The Tajin complex, defined by two streams and an east wall, is the lowest-lying of three. Its three plazas are surrounded on all sides by monumental structures in the form of pyramids, the most impressive of which is the Pyramid of the Niches. First recorded in 1785, it rises in six steps to a temple at the top. Each storey has rows of square niches, with an overhanging cornice.

Tajin communicates directly with Tajin Chico, which is constructed on an artificial mound 7 m high. Like Tajin it has not been excavated completely; however, the Plaza del Tajin Chico and the buildings round it have been fully excavated and have revealed some interesting details of this part of the complex. Especially noteworthy is Building A, which has smaller buildings at each of its four corners, an unusual feature in pre-Hispanic architecture. It is the most richly decorated building in El Tajin, with vertical bands of relief and key-pattern friezes.

The third area, which is linked with and lies above Tajin Chico, is known as the Group of Columns because of the larger of the two pyramidal structures so far investigated, which has a portico supported on columns, themselves richly decorated with relief sculptures.

The artistic, architectural, and historical importance of El Tajin combines to make this a highly significant site. It has been extensively excavated in recent years and as a result it is probably better understood than many of the more famous pre-Hispanic sites in Mexico.

Source: UNESCO/CLT/WHC
Historical Description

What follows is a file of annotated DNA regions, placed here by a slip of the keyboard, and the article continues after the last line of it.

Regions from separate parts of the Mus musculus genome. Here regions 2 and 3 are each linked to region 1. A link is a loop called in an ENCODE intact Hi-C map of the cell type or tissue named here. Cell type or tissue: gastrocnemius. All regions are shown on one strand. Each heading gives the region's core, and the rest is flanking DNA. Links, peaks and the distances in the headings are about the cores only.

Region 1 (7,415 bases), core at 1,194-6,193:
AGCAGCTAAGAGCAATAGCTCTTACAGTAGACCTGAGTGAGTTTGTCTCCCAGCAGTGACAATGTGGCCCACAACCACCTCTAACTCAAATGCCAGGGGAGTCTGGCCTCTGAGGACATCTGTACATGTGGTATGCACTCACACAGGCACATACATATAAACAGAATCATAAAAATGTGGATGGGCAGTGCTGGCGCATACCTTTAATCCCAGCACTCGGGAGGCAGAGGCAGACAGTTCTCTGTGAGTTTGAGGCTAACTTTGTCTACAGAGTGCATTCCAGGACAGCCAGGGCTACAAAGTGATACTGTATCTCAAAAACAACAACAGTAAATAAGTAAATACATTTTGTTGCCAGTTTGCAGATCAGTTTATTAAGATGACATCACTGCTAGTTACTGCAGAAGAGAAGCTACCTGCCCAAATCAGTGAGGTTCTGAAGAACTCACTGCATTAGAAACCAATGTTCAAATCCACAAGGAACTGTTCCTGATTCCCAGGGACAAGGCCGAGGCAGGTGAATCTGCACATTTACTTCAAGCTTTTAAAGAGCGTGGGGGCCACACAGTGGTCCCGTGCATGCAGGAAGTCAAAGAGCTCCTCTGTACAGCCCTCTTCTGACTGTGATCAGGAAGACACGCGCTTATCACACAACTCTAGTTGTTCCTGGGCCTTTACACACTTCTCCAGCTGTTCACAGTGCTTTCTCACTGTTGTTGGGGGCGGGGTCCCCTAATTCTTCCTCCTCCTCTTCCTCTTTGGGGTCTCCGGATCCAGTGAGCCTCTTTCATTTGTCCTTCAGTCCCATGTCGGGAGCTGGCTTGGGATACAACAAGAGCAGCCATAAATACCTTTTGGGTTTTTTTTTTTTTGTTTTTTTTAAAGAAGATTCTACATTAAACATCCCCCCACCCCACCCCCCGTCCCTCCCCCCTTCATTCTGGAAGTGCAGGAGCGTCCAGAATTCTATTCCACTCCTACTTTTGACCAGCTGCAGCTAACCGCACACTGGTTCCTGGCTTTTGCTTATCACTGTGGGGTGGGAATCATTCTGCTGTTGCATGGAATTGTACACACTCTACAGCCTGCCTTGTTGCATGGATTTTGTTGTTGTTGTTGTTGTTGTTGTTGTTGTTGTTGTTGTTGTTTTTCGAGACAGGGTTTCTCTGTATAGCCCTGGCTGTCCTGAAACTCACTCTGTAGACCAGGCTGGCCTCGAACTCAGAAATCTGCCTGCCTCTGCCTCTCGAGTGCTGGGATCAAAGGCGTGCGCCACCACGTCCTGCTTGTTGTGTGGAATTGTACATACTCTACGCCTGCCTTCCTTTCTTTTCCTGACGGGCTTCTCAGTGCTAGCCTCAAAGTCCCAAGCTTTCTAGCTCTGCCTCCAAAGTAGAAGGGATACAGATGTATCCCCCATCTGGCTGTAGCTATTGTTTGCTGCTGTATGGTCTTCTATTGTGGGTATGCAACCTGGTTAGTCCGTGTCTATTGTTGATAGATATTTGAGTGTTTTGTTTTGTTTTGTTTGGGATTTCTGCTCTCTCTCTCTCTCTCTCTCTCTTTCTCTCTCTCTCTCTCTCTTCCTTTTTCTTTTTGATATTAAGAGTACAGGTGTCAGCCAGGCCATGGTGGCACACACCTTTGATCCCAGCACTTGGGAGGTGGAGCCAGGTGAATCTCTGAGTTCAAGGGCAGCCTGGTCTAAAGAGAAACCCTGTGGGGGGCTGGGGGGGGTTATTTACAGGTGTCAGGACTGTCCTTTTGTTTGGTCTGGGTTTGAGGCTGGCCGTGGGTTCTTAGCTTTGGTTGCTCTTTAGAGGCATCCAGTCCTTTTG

It was previously thought that occupation of the El Tajín pre-Columbian settlement was in three phases, between 100 BC and AD 1200, but recent research has shown that there was only one phase of occupation lasting from 800 to 1200. It dates from the abandonment of the great centre at Teotihuacan and is contemporary with other settlements such as Tula and Xochicalco on the central plateau and Uxmal and Chichen ltza in the Mayan region. The site was abandoned and partly destroyed after 1200 when the region came under the rule of the powerful MexicoTenochtitlan kingdom.

The settlement is divided into three areas, each constructed around a number of open spaces (plazas). In Tajtín the plazas are rectangular and in Tajín Chico they are either trapezoidal or in the form of a Greek fret.

The Tajín complex, defined by two streams and an east-west wall, is the lowest-lying of the three. Its three plazas are surrounded on all sides by monumental structures in the form of pyramids, the most impressive of which is the Pyramid of the Niches. First recorded in 1785, it is 36 m square at the base and rises in six steps to a temple at the top. Each storey has rows of square niches, with an overhanging cornice.

Tajín communicates directly with Tajín Chico, which is constructed on an artificial mound 7 m high and measuring 300 m by 1500 m. Like Tajín it has not been excavated completely; however, the Plaza del Tajín Chico and the buildings round it have been fully excavated and have revealed some interesting details of this part of the complex. Especially noteworthy is Building A, which has smaller buildings at each of its four corners, an unusual feature in pre-Hispanic architecture. It is the most richly decorated building in El Tajín, with vertical bands of relief and key-pattern friezes.

The third area, which is linked with and lies above Tajn Chico, is known as the Group of Columns because of the larger of the two pyramidal structures so far investigated. which has a portico supported on columns, themselves richly decorated with relief sculptures.

Source: Advisory Body Evaluation